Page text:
Pet Book 8 – Book History to Material Writing

With this week’s focus on the materiality of language, I was particularly drawn to the comb poems and their place within society. Using these combs, or also known as ‘love tokens’, the owner would have to work with the comb to access the entire poem. As Erika Boeckeler comments, “the dynamic interaction between text and object guides user interaction.” I think it is sometimes hard to resist becoming too consumed with the idea that language and text is limited to book form or digital documents. I was also intrigued by a discussion concerning graffiti – very much a controversial form of expression. Why is this? Street art is not always offensive, but is considered vandalism due to the deliberate ‘destruction’ of public property. Is there perhaps certain ignorance to the limits of the materiality of language?

The language for a person after death has extensive possibilities – whether an obituary in a local newspaper, a poem or sermon of choice at the funeral or on the gravestone; language for/about a person withstands death. With attention paid to my PET Book, I applied this thinking to the genre of graveyard poetry. In The Grave Robert Blair comments on the graveyard,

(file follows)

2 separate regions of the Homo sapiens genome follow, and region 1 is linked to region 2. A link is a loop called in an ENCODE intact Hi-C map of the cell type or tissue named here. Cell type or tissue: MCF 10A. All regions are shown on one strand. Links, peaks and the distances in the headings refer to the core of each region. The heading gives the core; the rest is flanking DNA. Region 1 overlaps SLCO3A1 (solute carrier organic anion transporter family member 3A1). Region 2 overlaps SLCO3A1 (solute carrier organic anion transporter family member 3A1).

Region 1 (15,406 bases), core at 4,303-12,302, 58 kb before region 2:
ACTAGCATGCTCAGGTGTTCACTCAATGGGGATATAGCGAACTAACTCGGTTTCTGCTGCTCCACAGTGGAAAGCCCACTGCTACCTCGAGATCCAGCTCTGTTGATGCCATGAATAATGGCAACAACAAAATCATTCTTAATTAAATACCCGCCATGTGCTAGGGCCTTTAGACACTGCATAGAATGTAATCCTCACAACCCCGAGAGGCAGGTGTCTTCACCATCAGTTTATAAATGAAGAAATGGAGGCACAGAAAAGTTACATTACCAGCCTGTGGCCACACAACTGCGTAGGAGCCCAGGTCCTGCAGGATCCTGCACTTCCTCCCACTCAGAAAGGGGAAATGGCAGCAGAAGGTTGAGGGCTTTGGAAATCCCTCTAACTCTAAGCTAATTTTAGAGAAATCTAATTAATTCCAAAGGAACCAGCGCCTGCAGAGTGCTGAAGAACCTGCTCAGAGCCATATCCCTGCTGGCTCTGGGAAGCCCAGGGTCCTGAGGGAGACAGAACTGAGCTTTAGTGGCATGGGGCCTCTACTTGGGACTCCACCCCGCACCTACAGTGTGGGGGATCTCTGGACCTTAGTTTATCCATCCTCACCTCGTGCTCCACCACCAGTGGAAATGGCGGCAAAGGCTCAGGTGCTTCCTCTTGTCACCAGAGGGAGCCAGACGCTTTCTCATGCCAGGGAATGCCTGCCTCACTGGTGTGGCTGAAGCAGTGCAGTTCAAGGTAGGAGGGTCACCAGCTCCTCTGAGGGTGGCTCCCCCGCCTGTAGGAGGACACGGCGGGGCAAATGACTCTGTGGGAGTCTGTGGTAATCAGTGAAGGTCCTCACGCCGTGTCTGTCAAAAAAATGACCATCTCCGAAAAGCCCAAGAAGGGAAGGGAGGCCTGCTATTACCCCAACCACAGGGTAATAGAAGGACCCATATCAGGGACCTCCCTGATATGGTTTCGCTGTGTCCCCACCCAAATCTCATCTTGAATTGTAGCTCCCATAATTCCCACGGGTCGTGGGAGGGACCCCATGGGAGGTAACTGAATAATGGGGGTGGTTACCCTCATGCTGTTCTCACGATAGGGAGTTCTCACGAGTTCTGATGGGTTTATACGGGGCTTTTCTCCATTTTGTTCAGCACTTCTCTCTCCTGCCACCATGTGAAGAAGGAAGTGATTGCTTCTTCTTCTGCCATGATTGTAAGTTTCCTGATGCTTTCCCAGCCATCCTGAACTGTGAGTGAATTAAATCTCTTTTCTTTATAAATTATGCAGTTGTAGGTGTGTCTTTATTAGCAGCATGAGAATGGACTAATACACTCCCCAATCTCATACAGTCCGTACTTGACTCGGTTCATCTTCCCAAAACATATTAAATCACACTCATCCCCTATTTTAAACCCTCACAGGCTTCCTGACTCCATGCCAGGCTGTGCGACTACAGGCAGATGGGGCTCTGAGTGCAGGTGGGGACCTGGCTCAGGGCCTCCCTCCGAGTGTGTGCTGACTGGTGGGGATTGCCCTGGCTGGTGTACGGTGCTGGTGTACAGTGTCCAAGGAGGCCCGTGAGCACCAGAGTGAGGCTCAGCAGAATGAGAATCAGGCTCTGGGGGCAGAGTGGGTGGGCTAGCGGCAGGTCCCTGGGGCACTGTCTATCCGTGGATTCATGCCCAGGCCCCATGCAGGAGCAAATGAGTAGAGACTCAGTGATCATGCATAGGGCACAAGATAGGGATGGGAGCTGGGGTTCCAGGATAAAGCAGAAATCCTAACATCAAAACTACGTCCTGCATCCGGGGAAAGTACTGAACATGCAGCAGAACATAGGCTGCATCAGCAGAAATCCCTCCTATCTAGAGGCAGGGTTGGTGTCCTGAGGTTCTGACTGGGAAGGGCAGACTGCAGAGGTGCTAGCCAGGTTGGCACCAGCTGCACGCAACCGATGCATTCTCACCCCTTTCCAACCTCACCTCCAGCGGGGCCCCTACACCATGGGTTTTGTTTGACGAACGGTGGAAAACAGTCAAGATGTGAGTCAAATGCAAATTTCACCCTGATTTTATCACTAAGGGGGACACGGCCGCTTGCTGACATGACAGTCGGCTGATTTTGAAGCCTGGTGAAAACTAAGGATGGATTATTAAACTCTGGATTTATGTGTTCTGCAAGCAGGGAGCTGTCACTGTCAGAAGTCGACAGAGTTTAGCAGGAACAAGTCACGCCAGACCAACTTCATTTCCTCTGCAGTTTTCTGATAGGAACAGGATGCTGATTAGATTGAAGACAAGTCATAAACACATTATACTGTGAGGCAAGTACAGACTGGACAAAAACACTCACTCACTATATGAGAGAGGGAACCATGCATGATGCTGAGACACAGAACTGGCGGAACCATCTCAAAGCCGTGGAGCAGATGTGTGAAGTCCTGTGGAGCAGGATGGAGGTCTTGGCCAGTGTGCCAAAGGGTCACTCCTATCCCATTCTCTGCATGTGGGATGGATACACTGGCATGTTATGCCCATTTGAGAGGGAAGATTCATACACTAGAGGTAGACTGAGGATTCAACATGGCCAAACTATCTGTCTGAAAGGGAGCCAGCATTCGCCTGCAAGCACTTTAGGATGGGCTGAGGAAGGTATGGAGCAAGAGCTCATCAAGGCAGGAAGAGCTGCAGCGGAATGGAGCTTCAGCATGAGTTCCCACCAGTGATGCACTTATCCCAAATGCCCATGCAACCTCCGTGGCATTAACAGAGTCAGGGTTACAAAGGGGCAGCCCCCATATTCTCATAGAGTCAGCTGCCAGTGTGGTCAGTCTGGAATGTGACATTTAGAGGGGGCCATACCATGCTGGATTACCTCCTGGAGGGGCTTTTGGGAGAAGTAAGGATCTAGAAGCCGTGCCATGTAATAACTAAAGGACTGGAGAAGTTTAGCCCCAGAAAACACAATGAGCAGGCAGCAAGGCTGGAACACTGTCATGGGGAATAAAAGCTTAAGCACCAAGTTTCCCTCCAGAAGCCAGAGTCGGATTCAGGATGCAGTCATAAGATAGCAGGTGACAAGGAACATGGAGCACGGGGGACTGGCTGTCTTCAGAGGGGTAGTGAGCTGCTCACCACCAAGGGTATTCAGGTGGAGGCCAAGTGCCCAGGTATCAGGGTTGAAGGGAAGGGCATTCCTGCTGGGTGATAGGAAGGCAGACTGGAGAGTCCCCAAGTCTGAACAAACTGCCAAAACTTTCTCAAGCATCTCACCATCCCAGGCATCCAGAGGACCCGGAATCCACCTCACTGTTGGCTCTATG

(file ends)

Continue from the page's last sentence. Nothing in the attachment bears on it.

“Th’ appointed place of rendezcous, where all

These trav’llers meet”.

Graveyards, although perhaps a morbid scene, embody through language loving messages. The name, birth/death dates and message are emblazoned on the marble or granite. A gravestone gives a last chance to memorialize a loved one who has passed away, after the language within the funeral – this is not only the last message, but also has a considerate life span (if you pardon the choice of words). This suggests a sense of limitless time for the words. Even in death, learn something about that person – through the branding upon this material, there is a constant place of remembrance on earth.

Language has a beautiful way of shaping and recreating the world. Whilst the human interaction with language is more apparent in the comb poems, I feel that the gravestone gives an interesting difference. The comb poem, or a posie ring is designed for restrictive access – a ‘love token’ gives an incredibly personal message, a “symbolic love discourse”, that is to be carried around close to the recipient. The gravestone gives a particular sense of vulnerability and openness through language; these details are personal to the person and family, but at the same time give insight to strangers. This gave me a stronger understanding into the poems within this collection – particularly Gray’s Elegy Written in a Country Churchyard. Gray’s poem has a focus on the stripping of the unnecessary aspects of life – prestige and wealth, in death we are all the same. Whilst I view the posie ring or comb poem as a signifier of wealth, and thus a barrier between the classes, apart from the material of the grave stone (a richer material meaning a family richer in wealth) – this conveying of emotion on a withstanding material gives a poignant message about life and death.

Leave a Reply

Your email address will not be published. Required fields are marked *